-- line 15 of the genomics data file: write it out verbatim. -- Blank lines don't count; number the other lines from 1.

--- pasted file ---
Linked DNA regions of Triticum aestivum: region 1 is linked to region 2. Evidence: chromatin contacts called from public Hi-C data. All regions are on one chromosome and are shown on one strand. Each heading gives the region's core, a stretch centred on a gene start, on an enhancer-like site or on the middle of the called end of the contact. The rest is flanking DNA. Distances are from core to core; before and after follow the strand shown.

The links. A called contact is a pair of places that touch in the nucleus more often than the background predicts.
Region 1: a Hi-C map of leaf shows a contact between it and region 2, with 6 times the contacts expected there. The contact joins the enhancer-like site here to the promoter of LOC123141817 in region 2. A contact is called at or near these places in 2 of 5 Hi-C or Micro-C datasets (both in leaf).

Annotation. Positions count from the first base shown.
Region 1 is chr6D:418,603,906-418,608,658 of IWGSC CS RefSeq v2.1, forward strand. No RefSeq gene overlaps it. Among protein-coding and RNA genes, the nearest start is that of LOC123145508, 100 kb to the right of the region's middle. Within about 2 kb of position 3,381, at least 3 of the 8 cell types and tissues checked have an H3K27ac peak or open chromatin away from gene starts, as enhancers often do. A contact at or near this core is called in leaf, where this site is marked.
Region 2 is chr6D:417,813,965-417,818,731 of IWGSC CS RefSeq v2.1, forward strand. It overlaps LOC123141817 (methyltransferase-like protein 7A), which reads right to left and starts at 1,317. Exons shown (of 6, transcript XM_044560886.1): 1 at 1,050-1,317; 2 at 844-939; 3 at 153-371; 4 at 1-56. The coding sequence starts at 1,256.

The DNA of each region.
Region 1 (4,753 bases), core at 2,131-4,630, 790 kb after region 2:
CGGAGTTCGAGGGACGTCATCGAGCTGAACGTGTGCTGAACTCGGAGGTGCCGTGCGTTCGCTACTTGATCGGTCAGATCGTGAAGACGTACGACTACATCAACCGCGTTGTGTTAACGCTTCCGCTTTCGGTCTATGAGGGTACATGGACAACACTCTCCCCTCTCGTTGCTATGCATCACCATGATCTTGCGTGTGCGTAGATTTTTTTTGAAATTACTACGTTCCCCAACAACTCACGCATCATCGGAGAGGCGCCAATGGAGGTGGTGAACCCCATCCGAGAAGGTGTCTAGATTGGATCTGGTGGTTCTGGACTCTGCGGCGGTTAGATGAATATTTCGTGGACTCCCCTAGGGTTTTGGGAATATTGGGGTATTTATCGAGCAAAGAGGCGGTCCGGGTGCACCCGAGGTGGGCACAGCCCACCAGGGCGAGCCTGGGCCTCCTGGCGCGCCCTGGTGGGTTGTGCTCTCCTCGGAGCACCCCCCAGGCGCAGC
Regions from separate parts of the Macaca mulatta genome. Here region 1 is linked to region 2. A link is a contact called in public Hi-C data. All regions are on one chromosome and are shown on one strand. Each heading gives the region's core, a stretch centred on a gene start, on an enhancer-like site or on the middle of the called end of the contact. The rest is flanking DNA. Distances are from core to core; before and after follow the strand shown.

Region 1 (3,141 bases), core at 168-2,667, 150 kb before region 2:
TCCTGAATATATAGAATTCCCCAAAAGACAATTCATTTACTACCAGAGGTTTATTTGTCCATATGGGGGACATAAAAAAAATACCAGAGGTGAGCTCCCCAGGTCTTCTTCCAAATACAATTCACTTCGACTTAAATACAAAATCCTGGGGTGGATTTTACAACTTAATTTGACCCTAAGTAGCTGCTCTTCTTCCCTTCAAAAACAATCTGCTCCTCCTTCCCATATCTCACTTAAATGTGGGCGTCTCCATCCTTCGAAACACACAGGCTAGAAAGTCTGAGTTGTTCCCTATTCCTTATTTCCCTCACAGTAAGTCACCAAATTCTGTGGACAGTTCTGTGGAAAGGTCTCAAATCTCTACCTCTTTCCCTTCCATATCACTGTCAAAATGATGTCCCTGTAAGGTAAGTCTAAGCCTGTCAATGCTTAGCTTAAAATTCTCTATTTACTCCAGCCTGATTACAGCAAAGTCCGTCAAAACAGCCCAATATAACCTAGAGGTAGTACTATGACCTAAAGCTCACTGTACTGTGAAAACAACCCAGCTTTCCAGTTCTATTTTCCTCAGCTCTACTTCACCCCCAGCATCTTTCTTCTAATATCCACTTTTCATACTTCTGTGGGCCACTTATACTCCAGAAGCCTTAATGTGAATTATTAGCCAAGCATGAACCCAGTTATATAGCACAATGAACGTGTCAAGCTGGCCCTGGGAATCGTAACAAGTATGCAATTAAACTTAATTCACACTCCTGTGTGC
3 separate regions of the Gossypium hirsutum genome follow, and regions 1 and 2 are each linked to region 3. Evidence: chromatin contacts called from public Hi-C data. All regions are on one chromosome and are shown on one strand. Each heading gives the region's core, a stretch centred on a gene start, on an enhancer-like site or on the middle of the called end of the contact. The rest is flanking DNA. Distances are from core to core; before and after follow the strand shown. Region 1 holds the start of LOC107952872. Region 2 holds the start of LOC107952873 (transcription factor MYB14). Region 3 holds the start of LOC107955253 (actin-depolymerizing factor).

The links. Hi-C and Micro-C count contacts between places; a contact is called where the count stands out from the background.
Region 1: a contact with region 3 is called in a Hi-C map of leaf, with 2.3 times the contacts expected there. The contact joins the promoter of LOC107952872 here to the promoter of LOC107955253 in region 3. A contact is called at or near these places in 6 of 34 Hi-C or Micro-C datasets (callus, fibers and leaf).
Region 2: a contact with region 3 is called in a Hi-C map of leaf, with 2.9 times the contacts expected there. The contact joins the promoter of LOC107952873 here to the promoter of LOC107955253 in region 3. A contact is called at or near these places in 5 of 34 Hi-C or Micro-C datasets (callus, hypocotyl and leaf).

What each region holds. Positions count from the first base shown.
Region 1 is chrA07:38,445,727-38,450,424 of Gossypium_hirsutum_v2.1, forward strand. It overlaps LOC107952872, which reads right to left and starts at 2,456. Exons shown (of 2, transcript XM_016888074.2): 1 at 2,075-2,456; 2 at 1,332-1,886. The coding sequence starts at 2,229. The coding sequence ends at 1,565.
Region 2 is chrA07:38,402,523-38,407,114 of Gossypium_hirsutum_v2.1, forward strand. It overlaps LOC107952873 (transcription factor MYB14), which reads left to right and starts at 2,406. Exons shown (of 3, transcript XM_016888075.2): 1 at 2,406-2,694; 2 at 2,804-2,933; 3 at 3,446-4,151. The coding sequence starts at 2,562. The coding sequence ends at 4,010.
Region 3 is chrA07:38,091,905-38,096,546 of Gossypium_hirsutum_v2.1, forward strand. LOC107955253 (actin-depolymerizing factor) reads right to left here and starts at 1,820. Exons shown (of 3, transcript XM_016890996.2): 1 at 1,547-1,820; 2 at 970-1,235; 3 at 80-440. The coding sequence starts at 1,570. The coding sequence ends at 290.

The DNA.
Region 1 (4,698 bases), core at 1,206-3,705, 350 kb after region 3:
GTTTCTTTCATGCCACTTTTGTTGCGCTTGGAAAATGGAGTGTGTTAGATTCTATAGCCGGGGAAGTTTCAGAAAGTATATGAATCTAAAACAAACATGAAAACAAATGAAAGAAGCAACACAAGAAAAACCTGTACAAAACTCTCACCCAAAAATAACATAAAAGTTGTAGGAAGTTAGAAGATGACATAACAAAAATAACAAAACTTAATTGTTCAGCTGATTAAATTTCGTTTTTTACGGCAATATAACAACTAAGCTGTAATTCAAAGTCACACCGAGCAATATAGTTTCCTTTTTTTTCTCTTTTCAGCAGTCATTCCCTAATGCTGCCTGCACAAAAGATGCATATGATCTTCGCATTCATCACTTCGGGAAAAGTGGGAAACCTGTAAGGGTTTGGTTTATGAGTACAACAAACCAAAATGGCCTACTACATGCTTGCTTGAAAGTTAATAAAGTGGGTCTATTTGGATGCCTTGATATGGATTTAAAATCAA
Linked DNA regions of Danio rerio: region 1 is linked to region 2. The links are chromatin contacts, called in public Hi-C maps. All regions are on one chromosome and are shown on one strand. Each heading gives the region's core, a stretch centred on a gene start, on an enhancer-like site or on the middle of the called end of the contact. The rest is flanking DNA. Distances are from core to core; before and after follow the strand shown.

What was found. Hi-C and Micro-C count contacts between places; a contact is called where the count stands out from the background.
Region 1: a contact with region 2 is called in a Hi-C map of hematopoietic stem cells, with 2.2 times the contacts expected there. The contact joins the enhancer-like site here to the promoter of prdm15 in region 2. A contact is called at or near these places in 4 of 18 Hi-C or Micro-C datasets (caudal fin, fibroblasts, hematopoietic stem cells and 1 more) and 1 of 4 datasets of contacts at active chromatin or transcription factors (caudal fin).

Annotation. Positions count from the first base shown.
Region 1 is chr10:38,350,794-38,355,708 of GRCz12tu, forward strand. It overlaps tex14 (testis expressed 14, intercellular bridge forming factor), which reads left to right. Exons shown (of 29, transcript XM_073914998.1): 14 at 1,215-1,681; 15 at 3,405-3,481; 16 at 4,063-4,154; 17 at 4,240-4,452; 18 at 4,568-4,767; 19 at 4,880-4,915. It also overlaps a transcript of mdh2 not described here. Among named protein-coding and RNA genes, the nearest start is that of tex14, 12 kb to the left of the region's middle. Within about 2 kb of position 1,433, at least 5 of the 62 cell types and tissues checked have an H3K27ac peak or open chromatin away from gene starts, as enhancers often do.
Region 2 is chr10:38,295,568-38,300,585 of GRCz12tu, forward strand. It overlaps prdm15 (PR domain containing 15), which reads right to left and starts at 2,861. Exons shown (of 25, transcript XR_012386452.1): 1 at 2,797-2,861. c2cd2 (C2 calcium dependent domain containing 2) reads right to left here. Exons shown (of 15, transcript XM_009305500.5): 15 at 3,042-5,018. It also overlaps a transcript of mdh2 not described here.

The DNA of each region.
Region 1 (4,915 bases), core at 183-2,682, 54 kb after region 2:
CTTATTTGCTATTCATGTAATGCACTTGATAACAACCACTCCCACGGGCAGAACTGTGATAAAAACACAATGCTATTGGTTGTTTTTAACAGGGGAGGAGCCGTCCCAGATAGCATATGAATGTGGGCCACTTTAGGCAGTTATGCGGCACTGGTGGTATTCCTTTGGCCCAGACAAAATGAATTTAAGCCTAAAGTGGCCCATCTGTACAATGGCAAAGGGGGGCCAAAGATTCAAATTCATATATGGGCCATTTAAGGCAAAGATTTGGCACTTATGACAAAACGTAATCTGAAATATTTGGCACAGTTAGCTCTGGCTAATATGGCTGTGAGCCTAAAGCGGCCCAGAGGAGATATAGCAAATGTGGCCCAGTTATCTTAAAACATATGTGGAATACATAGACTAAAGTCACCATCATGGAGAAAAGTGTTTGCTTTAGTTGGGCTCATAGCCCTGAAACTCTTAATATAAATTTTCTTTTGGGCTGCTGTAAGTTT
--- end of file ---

Region 1: a contact with region 3 is called in a Hi-C map of leaf, with 2.3 times the contacts expected there. The contact joins the promoter of LOC107952872 here to the promoter of LOC107955253 in region 3. A contact is called at or near these places in 6 of 34 Hi-C or Micro-C datasets (callus, fibers and leaf).